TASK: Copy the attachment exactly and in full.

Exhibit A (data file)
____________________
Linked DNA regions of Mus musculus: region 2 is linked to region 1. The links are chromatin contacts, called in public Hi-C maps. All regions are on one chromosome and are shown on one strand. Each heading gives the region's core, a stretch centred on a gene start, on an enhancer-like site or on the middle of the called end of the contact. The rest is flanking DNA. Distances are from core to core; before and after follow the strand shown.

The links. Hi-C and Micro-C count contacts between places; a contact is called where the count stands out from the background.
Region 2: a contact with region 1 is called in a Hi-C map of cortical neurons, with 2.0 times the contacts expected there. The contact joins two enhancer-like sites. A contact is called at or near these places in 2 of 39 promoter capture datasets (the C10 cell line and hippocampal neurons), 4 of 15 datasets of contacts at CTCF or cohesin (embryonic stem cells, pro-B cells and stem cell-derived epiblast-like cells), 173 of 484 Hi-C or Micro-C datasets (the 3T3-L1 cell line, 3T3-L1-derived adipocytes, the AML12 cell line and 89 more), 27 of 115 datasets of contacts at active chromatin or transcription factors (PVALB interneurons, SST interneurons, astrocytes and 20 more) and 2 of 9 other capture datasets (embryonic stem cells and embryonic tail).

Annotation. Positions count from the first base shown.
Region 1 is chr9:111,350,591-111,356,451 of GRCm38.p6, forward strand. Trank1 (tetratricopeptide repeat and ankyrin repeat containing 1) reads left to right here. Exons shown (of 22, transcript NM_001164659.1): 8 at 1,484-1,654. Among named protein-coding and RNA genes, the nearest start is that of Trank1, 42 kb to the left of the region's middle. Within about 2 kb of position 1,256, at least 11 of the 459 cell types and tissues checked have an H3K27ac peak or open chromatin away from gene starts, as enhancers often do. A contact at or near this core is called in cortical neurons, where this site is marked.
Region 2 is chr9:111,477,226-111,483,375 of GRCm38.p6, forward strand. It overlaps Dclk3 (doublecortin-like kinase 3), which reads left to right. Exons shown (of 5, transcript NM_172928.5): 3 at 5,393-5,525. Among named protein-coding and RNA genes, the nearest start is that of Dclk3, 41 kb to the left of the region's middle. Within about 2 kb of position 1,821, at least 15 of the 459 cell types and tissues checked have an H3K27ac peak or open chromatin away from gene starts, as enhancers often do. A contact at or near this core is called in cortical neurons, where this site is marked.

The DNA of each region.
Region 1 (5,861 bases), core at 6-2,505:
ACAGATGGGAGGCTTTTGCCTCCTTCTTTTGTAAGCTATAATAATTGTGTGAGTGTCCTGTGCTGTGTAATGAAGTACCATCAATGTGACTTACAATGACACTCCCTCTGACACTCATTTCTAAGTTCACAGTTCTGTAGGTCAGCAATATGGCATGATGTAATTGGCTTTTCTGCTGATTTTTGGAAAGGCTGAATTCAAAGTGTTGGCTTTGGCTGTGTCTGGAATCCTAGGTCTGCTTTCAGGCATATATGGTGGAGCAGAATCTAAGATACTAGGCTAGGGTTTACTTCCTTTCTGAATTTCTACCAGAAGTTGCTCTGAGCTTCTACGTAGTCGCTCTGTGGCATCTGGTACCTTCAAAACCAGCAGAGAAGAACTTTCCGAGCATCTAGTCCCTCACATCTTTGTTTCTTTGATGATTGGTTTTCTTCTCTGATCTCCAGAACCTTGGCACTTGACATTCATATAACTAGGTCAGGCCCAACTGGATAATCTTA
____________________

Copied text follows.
Linked DNA regions of Mus musculus: region 2 is linked to region 1. The links are chromatin contacts, called in public Hi-C maps. All regions are on one chromosome and are shown on one strand. Each heading gives the region's core, a stretch centred on a gene start, on an enhancer-like site or on the middle of the called end of the contact. The rest is flanking DNA. Distances are from core to core; before and after follow the strand shown.

The links. Hi-C and Micro-C count contacts between places; a contact is called where the count stands out from the background.
Region 2: a contact with region 1 is called in a Hi-C map of cortical neurons, with 2.0 times the contacts expected there. The contact joins two enhancer-like sites. A contact is called at or near these places in 2 of 39 promoter capture datasets (the C10 cell line and hippocampal neurons), 4 of 15 datasets of contacts at CTCF or cohesin (embryonic stem cells, pro-B cells and stem cell-derived epiblast-like cells), 173 of 484 Hi-C or Micro-C datasets (the 3T3-L1 cell line, 3T3-L1-derived adipocytes, the AML12 cell line and 89 more), 27 of 115 datasets of contacts at active chromatin or transcription factors (PVALB interneurons, SST interneurons, astrocytes and 20 more) and 2 of 9 other capture datasets (embryonic stem cells and embryonic tail).

Annotation. Positions count from the first base shown.
Region 1 is chr9:111,350,591-111,356,451 of GRCm38.p6, forward strand. Trank1 (tetratricopeptide repeat and ankyrin repeat containing 1) reads left to right here. Exons shown (of 22, transcript NM_001164659.1): 8 at 1,484-1,654. Among named protein-coding and RNA genes, the nearest start is that of Trank1, 42 kb to the left of the region's middle. Within about 2 kb of position 1,256, at least 11 of the 459 cell types and tissues checked have an H3K27ac peak or open chromatin away from gene starts, as enhancers often do. A contact at or near this core is called in cortical neurons, where this site is marked.
Region 2 is chr9:111,477,226-111,483,375 of GRCm38.p6, forward strand. It overlaps Dclk3 (doublecortin-like kinase 3), which reads left to right. Exons shown (of 5, transcript NM_172928.5): 3 at 5,393-5,525. Among named protein-coding and RNA genes, the nearest start is that of Dclk3, 41 kb to the left of the region's middle. Within about 2 kb of position 1,821, at least 15 of the 459 cell types and tissues checked have an H3K27ac peak or open chromatin away from gene starts, as enhancers often do. A contact at or near this core is called in cortical neurons, where this site is marked.

The DNA of each region.
Region 1 (5,861 bases), core at 6-2,505:
ACAGATGGGAGGCTTTTGCCTCCTTCTTTTGTAAGCTATAATAATTGTGTGAGTGTCCTGTGCTGTGTAATGAAGTACCATCAATGTGACTTACAATGACACTCCCTCTGACACTCATTTCTAAGTTCACAGTTCTGTAGGTCAGCAATATGGCATGATGTAATTGGCTTTTCTGCTGATTTTTGGAAAGGCTGAATTCAAAGTGTTGGCTTTGGCTGTGTCTGGAATCCTAGGTCTGCTTTCAGGCATATATGGTGGAGCAGAATCTAAGATACTAGGCTAGGGTTTACTTCCTTTCTGAATTTCTACCAGAAGTTGCTCTGAGCTTCTACGTAGTCGCTCTGTGGCATCTGGTACCTTCAAAACCAGCAGAGAAGAACTTTCCGAGCATCTAGTCCCTCACATCTTTGTTTCTTTGATGATTGGTTTTCTTCTCTGATCTCCAGAACCTTGGCACTTGACATTCATATAACTAGGTCAGGCCCAACTGGATAATCTTA